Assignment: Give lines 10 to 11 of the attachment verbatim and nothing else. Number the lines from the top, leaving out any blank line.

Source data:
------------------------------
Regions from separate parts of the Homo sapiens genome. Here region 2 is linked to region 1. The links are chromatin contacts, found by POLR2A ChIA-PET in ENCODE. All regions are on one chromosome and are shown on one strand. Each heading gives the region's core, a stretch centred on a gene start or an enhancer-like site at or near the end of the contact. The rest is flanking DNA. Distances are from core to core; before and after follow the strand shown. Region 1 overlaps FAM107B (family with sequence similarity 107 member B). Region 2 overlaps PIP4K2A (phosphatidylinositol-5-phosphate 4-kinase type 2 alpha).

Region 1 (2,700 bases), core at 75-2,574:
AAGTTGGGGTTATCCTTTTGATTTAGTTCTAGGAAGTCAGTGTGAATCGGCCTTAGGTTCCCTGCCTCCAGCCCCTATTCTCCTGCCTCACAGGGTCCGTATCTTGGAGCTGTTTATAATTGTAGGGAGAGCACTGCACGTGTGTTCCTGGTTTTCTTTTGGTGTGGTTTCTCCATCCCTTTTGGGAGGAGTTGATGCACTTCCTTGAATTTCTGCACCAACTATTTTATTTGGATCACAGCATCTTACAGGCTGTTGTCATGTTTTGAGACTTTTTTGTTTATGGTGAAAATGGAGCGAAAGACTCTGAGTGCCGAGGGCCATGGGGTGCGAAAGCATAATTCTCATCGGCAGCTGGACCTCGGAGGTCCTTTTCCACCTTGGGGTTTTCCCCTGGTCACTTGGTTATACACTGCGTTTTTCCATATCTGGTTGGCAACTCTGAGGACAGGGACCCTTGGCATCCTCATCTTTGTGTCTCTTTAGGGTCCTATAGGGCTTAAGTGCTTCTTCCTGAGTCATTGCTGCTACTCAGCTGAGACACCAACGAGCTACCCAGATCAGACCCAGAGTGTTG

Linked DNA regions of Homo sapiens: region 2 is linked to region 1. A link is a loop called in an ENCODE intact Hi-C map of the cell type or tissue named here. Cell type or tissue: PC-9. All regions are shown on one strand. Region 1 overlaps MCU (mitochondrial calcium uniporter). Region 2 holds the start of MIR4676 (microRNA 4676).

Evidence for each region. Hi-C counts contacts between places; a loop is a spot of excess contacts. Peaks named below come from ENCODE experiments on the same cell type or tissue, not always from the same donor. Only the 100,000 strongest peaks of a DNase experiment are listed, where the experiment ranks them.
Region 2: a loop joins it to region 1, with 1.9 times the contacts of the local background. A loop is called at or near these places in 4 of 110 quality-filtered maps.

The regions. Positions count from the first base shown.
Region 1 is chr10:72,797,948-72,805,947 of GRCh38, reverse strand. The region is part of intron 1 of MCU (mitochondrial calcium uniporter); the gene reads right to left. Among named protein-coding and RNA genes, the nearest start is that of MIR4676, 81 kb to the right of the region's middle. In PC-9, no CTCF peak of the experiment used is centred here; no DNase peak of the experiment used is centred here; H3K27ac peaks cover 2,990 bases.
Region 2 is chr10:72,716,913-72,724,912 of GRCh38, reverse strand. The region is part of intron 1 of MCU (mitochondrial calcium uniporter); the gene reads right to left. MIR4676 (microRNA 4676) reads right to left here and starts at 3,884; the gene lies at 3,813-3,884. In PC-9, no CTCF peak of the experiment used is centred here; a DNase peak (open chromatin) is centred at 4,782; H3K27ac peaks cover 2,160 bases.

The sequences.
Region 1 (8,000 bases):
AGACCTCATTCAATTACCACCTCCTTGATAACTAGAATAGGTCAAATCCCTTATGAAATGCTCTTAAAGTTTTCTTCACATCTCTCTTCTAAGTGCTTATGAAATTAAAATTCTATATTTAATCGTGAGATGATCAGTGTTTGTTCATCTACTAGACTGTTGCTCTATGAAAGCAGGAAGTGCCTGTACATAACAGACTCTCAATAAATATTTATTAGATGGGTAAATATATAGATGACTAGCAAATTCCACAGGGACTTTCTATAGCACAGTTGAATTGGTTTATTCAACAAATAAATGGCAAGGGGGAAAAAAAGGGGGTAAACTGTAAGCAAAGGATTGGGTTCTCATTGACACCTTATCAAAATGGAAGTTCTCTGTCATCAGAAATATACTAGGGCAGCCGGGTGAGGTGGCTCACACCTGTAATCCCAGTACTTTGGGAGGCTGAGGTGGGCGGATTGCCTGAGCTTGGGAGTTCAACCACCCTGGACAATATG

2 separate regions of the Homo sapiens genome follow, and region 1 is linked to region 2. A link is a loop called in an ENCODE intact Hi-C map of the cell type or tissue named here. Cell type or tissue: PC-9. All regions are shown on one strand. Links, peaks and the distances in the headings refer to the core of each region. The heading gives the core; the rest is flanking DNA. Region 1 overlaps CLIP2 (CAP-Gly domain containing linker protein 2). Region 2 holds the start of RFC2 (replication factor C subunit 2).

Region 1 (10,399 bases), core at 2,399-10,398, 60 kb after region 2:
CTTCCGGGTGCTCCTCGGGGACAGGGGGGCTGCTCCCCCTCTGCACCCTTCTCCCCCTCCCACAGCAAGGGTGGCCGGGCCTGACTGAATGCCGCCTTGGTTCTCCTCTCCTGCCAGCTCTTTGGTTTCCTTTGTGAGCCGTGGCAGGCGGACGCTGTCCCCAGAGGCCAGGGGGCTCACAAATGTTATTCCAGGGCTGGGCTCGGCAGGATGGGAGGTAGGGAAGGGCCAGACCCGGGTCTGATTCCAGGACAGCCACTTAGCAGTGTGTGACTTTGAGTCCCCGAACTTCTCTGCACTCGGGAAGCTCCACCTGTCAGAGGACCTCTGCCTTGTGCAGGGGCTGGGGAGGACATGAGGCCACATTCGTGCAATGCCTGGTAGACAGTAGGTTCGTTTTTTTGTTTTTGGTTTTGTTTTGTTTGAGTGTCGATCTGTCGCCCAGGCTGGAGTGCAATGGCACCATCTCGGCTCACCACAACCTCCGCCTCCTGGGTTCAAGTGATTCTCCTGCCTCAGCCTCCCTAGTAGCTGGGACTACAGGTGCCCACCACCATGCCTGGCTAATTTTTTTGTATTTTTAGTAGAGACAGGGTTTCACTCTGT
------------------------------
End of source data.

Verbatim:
The sequences.
Region 1 (8,000 bases):